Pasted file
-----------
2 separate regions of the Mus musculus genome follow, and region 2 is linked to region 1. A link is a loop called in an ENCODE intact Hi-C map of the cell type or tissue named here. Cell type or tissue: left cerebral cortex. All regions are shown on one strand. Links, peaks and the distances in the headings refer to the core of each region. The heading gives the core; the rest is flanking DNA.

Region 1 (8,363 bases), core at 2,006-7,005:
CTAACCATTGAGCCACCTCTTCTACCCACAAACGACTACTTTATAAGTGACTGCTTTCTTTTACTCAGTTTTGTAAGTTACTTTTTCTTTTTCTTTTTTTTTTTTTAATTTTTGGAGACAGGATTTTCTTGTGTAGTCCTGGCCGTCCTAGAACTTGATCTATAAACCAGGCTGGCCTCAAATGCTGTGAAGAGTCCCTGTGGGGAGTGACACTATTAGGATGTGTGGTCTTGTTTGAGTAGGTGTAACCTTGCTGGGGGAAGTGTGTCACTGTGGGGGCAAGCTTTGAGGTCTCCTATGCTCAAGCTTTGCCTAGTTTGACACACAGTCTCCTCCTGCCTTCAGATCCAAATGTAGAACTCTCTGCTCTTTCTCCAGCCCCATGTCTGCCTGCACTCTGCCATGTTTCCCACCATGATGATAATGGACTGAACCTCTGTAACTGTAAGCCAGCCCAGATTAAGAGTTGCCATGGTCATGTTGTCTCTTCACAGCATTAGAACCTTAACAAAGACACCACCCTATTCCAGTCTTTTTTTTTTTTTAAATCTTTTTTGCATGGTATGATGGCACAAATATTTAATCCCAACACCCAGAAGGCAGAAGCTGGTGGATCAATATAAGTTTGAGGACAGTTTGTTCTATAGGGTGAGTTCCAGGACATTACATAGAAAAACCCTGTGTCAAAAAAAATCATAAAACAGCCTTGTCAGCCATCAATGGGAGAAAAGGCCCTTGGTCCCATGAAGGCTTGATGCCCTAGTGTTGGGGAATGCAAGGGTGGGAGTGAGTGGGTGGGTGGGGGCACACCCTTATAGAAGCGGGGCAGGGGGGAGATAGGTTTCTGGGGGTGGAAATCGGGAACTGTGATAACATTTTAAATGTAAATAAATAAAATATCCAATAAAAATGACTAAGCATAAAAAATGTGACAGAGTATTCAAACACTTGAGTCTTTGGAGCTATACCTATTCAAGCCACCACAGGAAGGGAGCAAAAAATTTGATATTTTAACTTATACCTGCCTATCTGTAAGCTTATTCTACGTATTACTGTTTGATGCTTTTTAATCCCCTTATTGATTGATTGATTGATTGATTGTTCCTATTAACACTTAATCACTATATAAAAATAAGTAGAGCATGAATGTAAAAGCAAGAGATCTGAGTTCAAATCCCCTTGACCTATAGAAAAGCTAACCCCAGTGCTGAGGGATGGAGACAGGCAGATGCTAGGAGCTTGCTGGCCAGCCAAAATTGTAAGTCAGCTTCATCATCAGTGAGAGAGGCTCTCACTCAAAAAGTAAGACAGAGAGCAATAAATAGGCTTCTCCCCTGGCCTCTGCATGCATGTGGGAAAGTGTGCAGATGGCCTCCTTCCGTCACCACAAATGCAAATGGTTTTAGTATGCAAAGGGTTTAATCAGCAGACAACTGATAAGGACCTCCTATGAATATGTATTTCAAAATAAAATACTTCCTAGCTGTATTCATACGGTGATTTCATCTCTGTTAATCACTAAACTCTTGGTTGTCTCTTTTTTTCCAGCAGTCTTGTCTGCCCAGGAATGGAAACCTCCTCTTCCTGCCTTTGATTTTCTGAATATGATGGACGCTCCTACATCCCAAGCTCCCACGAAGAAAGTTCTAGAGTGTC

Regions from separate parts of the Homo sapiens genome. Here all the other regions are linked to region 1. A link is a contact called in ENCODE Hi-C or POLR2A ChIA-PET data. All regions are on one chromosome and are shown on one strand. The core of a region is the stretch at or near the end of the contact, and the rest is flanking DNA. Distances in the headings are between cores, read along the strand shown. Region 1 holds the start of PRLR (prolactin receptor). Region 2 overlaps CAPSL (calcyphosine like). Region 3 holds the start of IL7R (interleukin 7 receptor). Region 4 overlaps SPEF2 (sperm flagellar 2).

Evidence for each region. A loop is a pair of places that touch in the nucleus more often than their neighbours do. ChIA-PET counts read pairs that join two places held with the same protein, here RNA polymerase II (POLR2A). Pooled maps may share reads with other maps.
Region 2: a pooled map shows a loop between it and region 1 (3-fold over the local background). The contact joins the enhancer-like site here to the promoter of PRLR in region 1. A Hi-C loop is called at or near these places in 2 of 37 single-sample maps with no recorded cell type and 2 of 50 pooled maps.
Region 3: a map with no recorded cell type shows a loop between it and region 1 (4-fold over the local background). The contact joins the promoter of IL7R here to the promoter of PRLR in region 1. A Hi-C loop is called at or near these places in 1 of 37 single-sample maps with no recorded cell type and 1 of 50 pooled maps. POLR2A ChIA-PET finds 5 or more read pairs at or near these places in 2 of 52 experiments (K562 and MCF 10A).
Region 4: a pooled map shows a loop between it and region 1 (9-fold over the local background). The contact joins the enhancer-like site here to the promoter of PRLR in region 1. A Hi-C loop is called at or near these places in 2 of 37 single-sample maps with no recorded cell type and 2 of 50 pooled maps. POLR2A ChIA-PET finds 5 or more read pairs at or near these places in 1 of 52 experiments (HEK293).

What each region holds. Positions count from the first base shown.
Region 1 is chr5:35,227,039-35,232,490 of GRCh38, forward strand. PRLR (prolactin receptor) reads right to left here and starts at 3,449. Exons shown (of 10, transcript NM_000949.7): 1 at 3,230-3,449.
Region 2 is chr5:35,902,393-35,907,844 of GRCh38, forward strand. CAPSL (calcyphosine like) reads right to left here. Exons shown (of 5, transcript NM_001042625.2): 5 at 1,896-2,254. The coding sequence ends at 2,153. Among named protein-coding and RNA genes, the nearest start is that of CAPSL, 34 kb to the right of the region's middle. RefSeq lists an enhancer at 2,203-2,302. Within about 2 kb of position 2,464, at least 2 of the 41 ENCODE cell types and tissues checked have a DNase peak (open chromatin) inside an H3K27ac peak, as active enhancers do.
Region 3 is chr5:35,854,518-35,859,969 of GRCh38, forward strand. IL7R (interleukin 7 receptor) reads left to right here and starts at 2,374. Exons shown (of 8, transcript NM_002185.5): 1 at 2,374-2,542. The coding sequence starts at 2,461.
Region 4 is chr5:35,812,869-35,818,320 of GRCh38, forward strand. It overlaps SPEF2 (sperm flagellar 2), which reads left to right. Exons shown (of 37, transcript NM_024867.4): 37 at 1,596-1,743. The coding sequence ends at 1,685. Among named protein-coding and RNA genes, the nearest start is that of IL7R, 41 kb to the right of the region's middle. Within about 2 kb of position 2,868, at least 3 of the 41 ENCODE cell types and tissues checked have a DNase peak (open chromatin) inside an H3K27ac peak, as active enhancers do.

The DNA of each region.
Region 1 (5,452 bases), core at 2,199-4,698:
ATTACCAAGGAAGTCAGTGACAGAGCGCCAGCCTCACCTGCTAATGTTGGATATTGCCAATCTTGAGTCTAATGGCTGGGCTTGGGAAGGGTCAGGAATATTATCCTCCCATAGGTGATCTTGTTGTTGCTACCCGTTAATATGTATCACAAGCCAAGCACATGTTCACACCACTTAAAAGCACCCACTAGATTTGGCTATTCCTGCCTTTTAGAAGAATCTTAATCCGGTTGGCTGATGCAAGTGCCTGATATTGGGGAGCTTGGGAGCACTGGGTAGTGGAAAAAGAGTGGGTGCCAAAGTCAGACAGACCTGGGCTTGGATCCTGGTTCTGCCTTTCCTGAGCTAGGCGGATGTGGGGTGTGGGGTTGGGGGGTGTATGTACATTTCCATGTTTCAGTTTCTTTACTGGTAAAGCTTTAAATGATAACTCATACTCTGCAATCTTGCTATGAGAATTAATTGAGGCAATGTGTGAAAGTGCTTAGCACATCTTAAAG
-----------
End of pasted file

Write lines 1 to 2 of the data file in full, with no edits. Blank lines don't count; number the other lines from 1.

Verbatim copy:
2 separate regions of the Mus musculus genome follow, and region 2 is linked to region 1. A link is a loop called in an ENCODE intact Hi-C map of the cell type or tissue named here. Cell type or tissue: left cerebral cortex. All regions are shown on one strand. Links, peaks and the distances in the headings refer to the core of each region. The heading gives the core; the rest is flanking DNA.

Region 1 (8,363 bases), core at 2,006-7,005: